Nepal can take inspiration from Rwanda’s success in developing e-government services, leveraging existing technologies to streamline administrative processes and enhance digital inclusion, ultimately attracting investors and fostering innovation.
Rwanda’s commitment to economic liberalisation and attracting foreign investment has driven its economic growth. Foreign direct investment (FDI) inflows increased from $100 million in 2008 to $398 million in 2022. Much of Rwanda’s foreign direct investment (FDI) is focused on specific sectors. Specifically, the energy sector represents 45 percent of all recorded investments, while manufacturing comprises 30 percent. Special economic zones offering tax breaks and incentives have further encouraged investment.
For instance, in 2000, the installed capacity of power plants in Rwanda was only 44 megawatts. Over the past two decades, the government has attracted significant FDI in the energy sector, which has helped increase the installed capacity to 225 megawatts. This has led to a substantial increase in electricity generation, and the electricity access rate has increased from 4.8 percent of the population in 2005 to 49 percent in 2022. By identifying sectors with growth potential and actively promoting investment in those areas, Rwanda has been able to drive economic expansion and create opportunities for job creation and technological advancements.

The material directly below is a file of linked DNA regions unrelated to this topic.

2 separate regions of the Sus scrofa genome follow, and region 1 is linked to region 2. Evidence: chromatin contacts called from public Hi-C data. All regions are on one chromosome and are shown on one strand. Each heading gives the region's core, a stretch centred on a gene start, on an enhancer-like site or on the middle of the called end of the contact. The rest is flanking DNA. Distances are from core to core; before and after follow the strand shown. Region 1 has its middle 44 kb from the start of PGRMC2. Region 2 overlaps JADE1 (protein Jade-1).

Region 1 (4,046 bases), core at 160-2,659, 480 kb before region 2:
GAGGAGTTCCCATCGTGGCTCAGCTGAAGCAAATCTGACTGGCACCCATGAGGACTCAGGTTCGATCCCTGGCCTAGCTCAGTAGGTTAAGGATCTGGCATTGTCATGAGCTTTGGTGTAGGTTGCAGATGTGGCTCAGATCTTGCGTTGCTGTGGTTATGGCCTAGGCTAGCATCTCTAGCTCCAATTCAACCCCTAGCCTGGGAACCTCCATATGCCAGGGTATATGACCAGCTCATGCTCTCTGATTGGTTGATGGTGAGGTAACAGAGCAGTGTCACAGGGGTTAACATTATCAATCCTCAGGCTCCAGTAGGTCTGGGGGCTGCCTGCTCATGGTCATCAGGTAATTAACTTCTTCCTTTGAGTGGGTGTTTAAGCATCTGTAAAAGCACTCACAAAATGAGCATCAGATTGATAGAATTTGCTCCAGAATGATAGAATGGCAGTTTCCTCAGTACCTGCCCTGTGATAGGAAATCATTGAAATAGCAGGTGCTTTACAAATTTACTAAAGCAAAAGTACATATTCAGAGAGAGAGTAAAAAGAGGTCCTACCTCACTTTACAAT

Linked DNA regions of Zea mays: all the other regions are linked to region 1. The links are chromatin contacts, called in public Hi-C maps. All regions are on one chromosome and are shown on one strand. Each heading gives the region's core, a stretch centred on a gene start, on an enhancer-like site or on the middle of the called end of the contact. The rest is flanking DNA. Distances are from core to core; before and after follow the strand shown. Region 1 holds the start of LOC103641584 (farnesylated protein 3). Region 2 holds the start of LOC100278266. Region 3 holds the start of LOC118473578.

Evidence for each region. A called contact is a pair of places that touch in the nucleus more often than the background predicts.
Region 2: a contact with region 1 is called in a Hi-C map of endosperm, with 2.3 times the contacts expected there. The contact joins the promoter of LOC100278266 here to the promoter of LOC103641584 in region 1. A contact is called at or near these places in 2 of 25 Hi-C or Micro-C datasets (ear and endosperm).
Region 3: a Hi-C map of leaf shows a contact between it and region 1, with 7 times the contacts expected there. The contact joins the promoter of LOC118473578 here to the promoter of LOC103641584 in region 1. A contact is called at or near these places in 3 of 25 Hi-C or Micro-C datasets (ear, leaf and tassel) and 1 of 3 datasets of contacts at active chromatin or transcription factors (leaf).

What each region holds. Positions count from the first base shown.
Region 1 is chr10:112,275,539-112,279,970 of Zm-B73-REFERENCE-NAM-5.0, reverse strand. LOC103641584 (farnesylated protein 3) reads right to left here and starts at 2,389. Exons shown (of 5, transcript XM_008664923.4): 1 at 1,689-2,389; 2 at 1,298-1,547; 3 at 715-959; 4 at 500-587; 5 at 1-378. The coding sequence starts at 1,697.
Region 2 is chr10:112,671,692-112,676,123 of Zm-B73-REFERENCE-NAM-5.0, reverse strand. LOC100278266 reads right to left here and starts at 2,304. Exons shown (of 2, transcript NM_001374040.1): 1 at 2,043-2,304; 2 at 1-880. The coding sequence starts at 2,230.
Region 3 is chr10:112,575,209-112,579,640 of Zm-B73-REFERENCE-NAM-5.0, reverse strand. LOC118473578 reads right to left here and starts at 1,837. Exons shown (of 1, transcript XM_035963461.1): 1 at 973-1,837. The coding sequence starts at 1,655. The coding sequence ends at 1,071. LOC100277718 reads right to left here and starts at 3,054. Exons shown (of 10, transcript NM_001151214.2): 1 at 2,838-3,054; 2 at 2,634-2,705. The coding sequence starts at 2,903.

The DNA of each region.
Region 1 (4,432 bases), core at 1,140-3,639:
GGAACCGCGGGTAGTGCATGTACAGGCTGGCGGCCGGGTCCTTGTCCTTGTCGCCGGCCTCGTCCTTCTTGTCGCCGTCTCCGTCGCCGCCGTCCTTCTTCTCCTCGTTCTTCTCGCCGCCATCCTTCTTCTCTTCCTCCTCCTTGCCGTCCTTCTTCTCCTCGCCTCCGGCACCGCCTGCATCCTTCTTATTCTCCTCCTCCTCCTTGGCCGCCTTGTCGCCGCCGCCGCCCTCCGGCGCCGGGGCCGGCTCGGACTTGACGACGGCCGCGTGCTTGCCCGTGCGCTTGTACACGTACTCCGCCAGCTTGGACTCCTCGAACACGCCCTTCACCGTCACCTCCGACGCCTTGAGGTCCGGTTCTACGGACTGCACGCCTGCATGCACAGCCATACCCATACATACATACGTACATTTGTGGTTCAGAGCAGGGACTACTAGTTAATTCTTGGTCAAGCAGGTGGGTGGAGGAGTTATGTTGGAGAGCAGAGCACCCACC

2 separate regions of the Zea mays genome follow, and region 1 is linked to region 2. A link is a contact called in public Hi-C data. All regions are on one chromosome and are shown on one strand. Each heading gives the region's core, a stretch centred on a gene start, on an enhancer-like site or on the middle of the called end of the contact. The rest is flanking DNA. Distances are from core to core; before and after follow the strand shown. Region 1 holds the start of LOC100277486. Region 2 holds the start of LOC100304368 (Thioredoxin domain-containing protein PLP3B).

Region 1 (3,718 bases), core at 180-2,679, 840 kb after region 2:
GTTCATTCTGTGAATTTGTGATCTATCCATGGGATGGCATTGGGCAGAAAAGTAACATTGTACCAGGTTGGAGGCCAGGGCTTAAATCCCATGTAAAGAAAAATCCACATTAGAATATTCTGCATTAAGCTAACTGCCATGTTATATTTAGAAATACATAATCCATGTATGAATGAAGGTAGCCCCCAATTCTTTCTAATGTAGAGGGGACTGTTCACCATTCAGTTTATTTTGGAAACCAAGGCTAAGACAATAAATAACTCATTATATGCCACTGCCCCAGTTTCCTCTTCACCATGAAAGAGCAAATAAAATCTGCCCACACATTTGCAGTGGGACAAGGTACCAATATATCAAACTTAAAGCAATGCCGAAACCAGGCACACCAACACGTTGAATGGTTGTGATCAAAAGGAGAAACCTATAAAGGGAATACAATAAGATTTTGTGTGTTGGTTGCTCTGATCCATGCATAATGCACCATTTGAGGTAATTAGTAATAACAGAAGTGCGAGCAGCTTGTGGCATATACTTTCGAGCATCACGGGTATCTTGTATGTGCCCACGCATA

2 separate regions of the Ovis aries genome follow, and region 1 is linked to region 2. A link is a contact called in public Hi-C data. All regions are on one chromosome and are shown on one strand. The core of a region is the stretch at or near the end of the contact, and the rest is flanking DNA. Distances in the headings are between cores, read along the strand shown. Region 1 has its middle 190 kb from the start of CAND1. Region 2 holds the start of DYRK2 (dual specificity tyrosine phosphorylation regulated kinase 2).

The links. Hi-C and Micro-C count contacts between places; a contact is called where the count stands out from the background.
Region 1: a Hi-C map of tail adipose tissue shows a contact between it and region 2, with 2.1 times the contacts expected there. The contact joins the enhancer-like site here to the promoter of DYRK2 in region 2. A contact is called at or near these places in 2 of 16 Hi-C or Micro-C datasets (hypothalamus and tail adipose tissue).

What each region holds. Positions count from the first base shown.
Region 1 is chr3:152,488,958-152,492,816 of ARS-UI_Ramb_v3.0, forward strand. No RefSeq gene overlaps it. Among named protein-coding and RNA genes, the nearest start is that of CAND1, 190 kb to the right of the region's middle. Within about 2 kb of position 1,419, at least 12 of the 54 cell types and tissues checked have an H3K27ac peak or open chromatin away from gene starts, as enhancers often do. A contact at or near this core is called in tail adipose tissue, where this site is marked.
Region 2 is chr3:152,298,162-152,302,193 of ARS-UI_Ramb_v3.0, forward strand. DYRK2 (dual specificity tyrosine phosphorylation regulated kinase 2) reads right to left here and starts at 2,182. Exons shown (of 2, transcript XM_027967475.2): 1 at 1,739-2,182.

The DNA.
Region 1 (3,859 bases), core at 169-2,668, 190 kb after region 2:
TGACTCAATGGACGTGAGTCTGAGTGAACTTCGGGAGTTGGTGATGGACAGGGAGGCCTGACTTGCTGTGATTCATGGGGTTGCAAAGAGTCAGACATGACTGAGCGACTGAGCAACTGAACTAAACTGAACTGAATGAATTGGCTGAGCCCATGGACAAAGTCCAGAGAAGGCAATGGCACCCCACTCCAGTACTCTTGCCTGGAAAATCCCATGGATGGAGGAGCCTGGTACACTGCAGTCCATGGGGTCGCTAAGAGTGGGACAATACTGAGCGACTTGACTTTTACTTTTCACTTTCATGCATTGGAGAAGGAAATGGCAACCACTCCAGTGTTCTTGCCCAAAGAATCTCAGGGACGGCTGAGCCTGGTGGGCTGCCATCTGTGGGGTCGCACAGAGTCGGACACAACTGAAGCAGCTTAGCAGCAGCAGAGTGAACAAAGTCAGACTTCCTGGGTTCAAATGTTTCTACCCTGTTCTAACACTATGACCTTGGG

Despite both countries being landlocked and import-dependent, Rwanda has shown a way of achieving impressive economic growth while Nepal lags behind. Nepal should leverage the advantage of lower interest rates as envisaged in Nepal’s Medium Term Debt Management Strategy (MTDS) and implement structural reforms to reduce corruption, strengthen public financial management and improve the business climate. Enhancing the business environment, promoting digital platforms and establishing centralised investment-related services can attract foreign investment and boost economic growth. Nepal should address the rising debt burden by increasing tax revenue, reducing spending on non-essential items, and carefully prioritising and selecting projects.